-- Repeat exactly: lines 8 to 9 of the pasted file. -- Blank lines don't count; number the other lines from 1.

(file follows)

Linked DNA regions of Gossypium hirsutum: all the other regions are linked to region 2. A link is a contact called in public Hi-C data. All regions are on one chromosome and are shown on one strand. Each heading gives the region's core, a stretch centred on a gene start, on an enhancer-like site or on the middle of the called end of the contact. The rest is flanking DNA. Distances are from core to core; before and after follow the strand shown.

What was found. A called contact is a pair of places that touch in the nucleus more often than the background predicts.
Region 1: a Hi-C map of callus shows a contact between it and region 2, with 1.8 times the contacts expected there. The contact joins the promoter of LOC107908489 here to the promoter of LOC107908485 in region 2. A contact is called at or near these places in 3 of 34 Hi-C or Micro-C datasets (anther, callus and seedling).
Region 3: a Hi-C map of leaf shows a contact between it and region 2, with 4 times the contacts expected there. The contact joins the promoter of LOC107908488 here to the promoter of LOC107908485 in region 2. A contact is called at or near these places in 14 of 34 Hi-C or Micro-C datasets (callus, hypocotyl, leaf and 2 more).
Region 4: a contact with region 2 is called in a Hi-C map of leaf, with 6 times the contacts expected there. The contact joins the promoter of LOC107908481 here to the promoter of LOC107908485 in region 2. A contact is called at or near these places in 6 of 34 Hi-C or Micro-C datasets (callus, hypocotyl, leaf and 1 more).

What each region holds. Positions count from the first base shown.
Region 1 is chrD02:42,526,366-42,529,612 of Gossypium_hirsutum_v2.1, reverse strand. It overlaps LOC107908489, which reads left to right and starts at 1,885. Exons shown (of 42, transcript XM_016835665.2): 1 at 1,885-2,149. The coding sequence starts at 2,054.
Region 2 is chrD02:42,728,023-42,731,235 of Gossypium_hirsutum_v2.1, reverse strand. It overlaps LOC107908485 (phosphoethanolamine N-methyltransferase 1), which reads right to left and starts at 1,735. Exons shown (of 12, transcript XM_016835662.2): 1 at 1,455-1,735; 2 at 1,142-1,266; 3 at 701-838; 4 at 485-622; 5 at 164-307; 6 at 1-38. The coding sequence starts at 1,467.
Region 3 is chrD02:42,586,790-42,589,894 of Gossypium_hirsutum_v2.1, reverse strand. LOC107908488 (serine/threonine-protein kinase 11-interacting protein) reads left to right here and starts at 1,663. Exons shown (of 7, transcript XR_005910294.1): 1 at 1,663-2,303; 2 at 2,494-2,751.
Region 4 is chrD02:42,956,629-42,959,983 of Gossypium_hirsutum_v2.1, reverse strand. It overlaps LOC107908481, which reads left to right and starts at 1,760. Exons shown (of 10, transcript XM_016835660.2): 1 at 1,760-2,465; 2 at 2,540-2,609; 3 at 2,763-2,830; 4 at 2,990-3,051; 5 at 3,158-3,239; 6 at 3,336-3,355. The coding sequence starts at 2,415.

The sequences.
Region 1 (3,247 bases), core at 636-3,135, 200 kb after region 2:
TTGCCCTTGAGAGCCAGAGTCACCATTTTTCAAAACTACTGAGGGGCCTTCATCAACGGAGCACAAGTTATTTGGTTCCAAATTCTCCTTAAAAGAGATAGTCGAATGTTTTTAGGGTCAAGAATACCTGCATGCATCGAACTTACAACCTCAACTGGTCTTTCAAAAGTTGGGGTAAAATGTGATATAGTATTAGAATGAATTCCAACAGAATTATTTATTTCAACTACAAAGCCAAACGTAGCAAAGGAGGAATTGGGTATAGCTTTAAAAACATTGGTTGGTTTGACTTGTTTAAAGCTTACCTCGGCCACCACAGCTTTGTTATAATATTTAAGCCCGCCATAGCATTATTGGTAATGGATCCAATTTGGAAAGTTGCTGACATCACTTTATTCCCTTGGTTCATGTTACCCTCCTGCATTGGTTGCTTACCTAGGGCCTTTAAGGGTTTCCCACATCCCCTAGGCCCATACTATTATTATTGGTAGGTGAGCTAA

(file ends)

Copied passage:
Region 2 is chrD02:42,728,023-42,731,235 of Gossypium_hirsutum_v2.1, reverse strand. It overlaps LOC107908485 (phosphoethanolamine N-methyltransferase 1), which reads right to left and starts at 1,735. Exons shown (of 12, transcript XM_016835662.2): 1 at 1,455-1,735; 2 at 1,142-1,266; 3 at 701-838; 4 at 485-622; 5 at 164-307; 6 at 1-38. The coding sequence starts at 1,467.
Region 3 is chrD02:42,586,790-42,589,894 of Gossypium_hirsutum_v2.1, reverse strand. LOC107908488 (serine/threonine-protein kinase 11-interacting protein) reads left to right here and starts at 1,663. Exons shown (of 7, transcript XR_005910294.1): 1 at 1,663-2,303; 2 at 2,494-2,751.